3) Know what to do: Stay indoors in a safe place; make an emergency kit (flashlights, food, radio, batteries), charge your cell phone
4) Make sure to have people you can count on, staying in touch continually. (My friend Russell was emailing me from the moment the news hit, telling me about travel options not just generally but that apply to my exact situation).
5) Be aware of any past experiences when you have felt out of control or trapped, that could be triggered
6) Manage your reactions by doing something to feel in control. Do reassuring self talk (“I can take care of myself and my loved ones”. Do relaxing breathing exercises.
(B) For the family:
(1) Make that emergency kit (mentioned above) together
(2) Post phone numbers to reach each other and emergency personal (electrical company, police, etc.)
1) Pay particular attention to how kids are reacting. Since they’ve been told to stay at home, you don’t want them to be frightened to go out. Fears of going outside can lead to their not wanting to go to school this week, for fear of what would happen to them or to you.
2) Don’t reveal to kids your own fears of what could happen, to prevent escalating their fears.
3) Use this experience as a teachable moment about “Acts of Mother Nature” – offering a geology and natural science lesson, but also a practical lesson about what they should do in emergencies (where to find shelter, numbers to call to reach you and others)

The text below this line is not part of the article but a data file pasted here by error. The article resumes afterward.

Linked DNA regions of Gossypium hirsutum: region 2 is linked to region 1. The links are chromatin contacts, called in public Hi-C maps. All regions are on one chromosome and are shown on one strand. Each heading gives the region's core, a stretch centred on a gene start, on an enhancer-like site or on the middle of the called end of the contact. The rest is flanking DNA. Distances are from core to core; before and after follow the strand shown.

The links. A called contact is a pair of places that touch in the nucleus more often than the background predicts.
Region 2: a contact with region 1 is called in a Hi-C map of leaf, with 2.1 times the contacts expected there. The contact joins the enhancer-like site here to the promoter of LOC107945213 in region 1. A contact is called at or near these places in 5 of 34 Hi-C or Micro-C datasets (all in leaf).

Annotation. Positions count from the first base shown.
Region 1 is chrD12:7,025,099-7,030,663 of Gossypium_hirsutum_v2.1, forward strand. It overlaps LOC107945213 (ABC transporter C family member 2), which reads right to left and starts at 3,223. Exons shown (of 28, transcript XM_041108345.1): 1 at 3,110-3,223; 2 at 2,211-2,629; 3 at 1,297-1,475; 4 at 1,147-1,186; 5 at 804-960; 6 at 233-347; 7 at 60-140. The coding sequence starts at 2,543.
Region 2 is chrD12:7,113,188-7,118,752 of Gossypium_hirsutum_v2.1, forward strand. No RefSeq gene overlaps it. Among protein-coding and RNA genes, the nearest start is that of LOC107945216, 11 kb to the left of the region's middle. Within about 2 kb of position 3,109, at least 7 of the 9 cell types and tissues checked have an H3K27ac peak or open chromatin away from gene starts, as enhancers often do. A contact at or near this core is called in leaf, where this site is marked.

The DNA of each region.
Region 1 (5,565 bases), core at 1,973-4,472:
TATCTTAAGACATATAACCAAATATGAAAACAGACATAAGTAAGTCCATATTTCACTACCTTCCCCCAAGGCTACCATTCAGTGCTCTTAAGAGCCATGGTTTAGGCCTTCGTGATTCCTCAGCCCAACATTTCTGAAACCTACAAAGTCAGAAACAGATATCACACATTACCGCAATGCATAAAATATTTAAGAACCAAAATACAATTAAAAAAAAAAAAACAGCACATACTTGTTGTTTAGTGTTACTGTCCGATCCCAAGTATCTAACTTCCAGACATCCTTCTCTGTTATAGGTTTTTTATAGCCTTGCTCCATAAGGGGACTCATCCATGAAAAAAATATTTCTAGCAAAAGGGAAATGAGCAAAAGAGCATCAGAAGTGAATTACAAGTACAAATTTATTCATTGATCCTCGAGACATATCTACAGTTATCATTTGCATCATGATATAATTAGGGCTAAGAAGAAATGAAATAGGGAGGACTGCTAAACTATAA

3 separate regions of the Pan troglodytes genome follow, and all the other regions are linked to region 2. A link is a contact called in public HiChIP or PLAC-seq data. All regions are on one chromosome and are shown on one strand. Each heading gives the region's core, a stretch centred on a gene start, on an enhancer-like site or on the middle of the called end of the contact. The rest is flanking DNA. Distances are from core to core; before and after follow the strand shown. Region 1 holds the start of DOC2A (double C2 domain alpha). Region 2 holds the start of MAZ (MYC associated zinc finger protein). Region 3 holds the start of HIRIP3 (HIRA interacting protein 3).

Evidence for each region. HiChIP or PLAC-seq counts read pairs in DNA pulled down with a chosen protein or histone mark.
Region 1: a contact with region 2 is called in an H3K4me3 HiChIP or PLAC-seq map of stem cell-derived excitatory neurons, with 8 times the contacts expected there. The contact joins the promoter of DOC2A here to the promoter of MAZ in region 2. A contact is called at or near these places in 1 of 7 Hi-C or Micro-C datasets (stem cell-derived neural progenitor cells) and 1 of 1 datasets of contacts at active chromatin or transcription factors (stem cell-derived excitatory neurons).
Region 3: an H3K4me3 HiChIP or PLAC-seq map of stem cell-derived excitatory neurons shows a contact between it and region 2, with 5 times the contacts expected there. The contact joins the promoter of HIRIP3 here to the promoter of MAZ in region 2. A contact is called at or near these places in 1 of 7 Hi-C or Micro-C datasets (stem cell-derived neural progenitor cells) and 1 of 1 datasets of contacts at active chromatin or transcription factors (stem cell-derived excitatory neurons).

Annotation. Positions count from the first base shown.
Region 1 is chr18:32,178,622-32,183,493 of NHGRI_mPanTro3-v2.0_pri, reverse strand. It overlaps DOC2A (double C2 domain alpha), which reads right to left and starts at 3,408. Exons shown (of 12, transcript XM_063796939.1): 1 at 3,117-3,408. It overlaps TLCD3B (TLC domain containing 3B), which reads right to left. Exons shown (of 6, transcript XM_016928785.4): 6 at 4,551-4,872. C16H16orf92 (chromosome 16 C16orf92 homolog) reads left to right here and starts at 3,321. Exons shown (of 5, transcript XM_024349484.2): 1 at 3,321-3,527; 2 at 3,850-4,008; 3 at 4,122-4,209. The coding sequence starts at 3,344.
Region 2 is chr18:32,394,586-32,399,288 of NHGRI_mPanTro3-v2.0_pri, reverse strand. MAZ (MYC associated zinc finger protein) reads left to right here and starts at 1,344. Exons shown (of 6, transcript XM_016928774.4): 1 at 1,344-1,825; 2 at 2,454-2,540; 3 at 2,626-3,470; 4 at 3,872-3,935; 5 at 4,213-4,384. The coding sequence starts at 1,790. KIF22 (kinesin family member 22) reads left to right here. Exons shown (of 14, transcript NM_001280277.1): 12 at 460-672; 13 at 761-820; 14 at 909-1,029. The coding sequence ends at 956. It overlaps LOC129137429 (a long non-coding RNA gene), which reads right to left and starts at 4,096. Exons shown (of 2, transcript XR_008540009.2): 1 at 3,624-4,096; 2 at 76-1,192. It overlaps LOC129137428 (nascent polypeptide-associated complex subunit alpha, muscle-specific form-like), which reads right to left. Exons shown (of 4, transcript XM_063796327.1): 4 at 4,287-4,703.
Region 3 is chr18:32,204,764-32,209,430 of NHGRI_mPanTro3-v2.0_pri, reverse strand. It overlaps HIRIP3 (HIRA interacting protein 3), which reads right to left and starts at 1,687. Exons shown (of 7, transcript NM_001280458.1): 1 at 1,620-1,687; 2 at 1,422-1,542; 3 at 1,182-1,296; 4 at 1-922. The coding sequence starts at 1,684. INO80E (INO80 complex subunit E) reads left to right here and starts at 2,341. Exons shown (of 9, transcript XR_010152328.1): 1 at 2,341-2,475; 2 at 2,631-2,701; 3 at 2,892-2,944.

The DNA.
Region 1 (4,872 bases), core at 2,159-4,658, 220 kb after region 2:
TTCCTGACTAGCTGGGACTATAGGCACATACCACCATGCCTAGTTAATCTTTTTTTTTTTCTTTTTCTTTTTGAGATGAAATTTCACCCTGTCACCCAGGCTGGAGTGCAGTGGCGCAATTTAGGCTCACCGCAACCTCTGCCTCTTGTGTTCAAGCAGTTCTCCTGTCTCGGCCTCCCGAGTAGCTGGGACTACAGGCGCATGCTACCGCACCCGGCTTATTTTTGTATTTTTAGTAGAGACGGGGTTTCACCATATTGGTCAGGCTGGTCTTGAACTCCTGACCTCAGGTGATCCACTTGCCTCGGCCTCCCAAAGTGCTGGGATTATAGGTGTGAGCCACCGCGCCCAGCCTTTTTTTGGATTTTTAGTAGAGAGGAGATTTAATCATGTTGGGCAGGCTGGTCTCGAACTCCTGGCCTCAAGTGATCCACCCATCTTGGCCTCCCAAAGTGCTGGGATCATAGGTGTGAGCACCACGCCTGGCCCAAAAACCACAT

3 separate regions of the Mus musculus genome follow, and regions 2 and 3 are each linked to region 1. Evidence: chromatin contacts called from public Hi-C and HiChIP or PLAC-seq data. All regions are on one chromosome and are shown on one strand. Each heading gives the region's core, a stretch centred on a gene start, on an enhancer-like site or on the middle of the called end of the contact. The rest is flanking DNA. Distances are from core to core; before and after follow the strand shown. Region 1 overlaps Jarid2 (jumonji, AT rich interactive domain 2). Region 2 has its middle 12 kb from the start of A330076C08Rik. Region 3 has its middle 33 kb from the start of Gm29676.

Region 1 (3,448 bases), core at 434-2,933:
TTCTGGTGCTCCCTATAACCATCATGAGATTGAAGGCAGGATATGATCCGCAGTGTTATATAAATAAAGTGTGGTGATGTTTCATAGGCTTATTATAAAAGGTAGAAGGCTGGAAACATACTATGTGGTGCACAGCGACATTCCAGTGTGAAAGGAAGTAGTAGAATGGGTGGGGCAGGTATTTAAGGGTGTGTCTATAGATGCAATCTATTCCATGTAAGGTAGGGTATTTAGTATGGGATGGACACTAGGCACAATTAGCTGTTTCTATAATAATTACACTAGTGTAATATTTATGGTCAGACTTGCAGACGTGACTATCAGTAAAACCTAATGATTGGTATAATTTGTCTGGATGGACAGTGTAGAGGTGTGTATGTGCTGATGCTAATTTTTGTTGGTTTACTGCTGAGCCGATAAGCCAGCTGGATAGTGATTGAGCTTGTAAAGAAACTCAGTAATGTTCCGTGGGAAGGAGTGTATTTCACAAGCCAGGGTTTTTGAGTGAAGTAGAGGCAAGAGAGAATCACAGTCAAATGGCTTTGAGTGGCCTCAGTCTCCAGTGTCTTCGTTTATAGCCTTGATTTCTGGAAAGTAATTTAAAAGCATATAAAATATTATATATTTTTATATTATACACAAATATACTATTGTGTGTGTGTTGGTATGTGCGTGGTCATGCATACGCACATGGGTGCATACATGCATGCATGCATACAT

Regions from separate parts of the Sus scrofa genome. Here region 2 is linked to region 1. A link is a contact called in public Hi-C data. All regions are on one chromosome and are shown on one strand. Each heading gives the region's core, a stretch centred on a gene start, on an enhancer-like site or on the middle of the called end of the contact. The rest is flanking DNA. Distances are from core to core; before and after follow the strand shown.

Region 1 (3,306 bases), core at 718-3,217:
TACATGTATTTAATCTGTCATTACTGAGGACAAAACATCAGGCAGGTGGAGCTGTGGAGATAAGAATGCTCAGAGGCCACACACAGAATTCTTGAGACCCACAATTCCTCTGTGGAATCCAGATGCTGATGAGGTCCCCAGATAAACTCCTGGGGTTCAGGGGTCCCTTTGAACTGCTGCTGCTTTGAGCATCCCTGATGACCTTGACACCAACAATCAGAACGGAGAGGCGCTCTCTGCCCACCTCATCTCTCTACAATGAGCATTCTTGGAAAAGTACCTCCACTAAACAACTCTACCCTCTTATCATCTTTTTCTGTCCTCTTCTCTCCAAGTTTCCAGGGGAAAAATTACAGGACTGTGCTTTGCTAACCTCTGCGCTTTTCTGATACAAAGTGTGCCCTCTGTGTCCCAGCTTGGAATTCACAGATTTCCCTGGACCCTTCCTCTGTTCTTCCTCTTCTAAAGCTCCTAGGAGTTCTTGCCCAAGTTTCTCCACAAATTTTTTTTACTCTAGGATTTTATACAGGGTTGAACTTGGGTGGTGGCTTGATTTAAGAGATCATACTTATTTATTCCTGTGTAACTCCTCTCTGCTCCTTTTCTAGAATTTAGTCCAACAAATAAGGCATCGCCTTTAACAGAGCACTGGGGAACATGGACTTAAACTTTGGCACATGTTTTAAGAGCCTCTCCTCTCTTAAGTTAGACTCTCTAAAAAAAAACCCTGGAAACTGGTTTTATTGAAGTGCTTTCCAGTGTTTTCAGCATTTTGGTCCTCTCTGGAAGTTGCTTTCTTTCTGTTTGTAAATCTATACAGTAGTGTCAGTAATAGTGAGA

4) Be reassuring, that you will keep them safe, and that others (the mayor, police, electrical company, etc.) are doing what they can to keep them safe. Make them feel safe by holding them, giving them attention.
5) Put precautions in place. (e.g. make sure they have a cell phone or a way to get in touch with you).
(6) Have kids participate in making that family emergency kit (flashlight, canned food, etc.)
(7) Be reassuring: “This might be scary but remember we have this plan in place about what to do to be safe".
(8) Limit – as much as possible – their seeing sensationalized stories on TV or internet (e.g. of children being lost, orphaned; pets being abandoned).
(9) Keep kids involved in some useful activity.
(10) Ask children what they think about the situation to correct any inaccurate ideas, and ask how they feel, to address their emotions.